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Will the ball float on liquid mercury?

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Presentation on theme: "Will the ball float on liquid mercury?"— Presentation transcript:

1 Will the ball float on liquid mercury?

2 The ball floats on liquid mercury!

3 Why did it happen???? Mercury density = 13600kg/m3
The ball’s density = 11340kg/m3 Sinking vial - make it float

4 SI Units Density

5 Density Must (Pass) Should (Merit) Could (Distinction)
Be able to calculate density from given values. Be able to suggest the order of liquids in a density ladder. Be able to explain a density ladder. Be able to calculate the density of regular objects by experimental means. Be able to manipulate and use the density triangle. Be able to calculate the density of irregular objects by experimental means.

6 lecturePLUS Timberlake
Density Density compares the mass of an object to its volume D = mass = g or g volume mL cm3 Note: 1 mL = 1 cm3 lecturePLUS Timberlake

7 Density is the Mass per unit Volume
What is Density? If you take the same volume of different substances, then they will weigh different amounts. Wood Water Iron 1 cm3 1 cm3 1 cm3 IRON 0.50 g 1.00 g 8.00 g Q) Which has the greatest mass and therefore the most dense? Density is the Mass per unit Volume

8 Density Equation: = m V m V  g or kg Mass Density = Volume
gcm-3 or kgm-3 cm3 or kg3 = m V

9 Density Equation: Example:
Q) Liquid water has a density of 1000kgm-3, while ice has density of 920kgm-3. Calculate the volume occupied by 0.25kg of each. V = m = 0.25 = m3 V = m = 0.25 = m3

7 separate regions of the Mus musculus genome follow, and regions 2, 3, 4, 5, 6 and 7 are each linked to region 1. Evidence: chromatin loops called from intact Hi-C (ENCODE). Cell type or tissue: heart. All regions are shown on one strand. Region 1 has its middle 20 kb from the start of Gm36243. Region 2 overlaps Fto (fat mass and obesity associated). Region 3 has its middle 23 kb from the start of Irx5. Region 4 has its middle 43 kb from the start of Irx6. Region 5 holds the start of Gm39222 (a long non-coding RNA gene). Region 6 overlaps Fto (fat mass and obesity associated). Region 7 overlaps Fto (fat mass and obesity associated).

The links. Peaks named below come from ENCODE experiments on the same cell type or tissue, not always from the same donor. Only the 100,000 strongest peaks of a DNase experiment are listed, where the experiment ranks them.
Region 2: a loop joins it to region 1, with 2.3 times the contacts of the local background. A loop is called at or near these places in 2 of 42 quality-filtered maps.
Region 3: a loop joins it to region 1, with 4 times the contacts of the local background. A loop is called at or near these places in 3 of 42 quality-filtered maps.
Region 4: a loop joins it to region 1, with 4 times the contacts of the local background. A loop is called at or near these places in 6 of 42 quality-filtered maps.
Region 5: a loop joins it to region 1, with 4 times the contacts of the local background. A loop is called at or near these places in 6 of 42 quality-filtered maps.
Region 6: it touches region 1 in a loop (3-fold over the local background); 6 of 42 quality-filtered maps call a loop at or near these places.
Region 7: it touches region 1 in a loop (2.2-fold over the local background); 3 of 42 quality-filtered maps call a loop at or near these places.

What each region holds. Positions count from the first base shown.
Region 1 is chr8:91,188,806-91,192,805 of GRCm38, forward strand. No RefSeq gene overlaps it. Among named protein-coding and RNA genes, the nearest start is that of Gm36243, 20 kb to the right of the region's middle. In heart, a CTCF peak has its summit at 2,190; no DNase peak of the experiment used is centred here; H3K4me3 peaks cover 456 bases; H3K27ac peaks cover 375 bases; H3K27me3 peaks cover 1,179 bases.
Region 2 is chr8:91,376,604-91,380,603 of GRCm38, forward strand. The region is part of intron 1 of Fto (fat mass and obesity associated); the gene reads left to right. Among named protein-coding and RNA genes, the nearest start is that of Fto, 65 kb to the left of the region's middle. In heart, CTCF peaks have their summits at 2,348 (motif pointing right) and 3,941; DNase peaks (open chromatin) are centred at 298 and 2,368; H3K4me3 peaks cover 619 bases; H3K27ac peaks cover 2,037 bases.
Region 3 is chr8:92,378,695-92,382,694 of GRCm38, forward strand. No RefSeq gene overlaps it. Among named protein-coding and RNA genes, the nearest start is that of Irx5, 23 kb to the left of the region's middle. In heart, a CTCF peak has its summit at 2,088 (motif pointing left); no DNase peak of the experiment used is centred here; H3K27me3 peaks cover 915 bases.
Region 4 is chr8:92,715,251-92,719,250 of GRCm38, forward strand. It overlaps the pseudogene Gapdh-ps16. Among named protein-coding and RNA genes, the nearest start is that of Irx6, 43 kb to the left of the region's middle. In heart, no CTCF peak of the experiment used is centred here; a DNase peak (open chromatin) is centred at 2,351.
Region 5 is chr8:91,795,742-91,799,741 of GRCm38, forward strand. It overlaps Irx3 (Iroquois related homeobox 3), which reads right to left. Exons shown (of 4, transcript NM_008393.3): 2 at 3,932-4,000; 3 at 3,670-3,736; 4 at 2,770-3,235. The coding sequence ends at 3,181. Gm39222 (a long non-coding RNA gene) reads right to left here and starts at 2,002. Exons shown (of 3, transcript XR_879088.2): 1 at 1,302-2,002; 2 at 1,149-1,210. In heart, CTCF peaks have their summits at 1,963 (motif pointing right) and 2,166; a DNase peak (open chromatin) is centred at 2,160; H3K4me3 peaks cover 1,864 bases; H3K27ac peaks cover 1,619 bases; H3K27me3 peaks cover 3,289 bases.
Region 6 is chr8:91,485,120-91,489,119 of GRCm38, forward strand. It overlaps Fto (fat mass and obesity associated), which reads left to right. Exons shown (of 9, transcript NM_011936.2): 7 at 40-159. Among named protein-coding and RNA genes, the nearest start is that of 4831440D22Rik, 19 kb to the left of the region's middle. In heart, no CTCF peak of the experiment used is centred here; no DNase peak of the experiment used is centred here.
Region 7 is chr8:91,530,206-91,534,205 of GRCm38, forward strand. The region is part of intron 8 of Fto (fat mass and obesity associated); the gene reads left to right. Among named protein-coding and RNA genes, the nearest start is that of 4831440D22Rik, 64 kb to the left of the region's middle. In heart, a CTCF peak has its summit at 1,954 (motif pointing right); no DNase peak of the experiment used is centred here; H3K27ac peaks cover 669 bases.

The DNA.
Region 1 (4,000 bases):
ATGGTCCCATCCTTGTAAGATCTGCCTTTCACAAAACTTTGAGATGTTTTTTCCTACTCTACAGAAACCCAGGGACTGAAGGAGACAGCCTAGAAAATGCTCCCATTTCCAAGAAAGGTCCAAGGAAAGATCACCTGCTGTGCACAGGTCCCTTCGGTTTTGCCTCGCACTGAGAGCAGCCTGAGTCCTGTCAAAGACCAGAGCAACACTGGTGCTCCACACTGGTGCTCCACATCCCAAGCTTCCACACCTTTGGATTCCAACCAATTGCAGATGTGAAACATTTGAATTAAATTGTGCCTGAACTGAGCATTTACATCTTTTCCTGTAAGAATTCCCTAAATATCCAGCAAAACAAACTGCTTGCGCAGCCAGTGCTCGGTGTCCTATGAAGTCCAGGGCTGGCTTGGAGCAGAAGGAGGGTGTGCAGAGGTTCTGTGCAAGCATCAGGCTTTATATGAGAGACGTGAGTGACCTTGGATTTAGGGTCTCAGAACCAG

10 lecturePLUS Timberlake
Learning Check D1 Osmium is a very dense metal. What is its density in g/cm3 if g of the metal occupies a volume of 2.22cm3? 1) g/cm3 2) 22.5 g/cm3 3) 111 g/cm3 lecturePLUS Timberlake

11 lecturePLUS Timberlake
Solution 2) Placing the mass and volume of the osmium metal into the density setup, we obtain D = mass = g = volume 2.22 cm3 = g/cm3 = g/cm3 lecturePLUS Timberlake

12 Volume Displacement A solid displaces a matching volume of water when the solid is placed in water. 33 mL 25 mL

13 lecturePLUS Timberlake
Learning Check What is the density (g/cm3) of 48 g of a metal if the metal raises the level of water in a graduated cylinder from 25 mL to 33 mL? 1) 0.2 g/ cm ) 6 g/m ) g/cm3 33 mL 25 mL lecturePLUS Timberlake

14 lecturePLUS Timberlake
Solution 2) 6 g/cm3 Volume (mL) of water displaced = mL mL = mL Volume of metal (cm3) = 8 mL x 1 cm3 = cm3 1 mL Density of metal = mass = 48 g = 6 g/cm3 volume cm3 lecturePLUS Timberlake

15 Learning Check3 Which diagram represents the liquid layers in the cylinder? (K) Karo syrup (1.4 g/mL), (V) vegetable oil (0.91 g/mL,) (W) water (1.0 g/mL) 1) ) ) K V W K V W W V K

16 Solution (K) Karo syrup (1.4 g/mL), (V) vegetable oil (0.91 g/mL,) (W) water (1.0 g/mL) 1) V W K

Find the Mass of the solid on a balance. Measure the three lengths and calculate the Volume. (ie V = l x w x h ) Calculate the Density. m = 240 g 2.0 cm  = m = 240 =10.0 g/cm3 V 3.0 cm 4.0 cm

m = 360 g  = m = 360 =12.0 g/cm3 V Find the Mass of the solid on a balance. Fill the Measuring Cylinder with Water to a known Volume. Add the Object. Work out the Volume of Water that is displaced. Calculate the Density. 80 cm3 50 cm3

OR use a Eureka Can to find the Volume. Find the mass of the solid on a balance. Add water until just overflowing. Place a Measuring Cylinder under the spout. Add the Object. Collect the Water and read off the Volume. Calculate Density m = 440 g 40.0 cm3  = m = 440 =11.0 g/cm3 V

20 Learning Check You have 3 metal samples. Which one will displace the greatest volume of water? Discuss your choice with another student. 25 g Al 2.70 g/mL 45 g of gold 19.3 g/mL 75 g of Lead 11.3 g/mL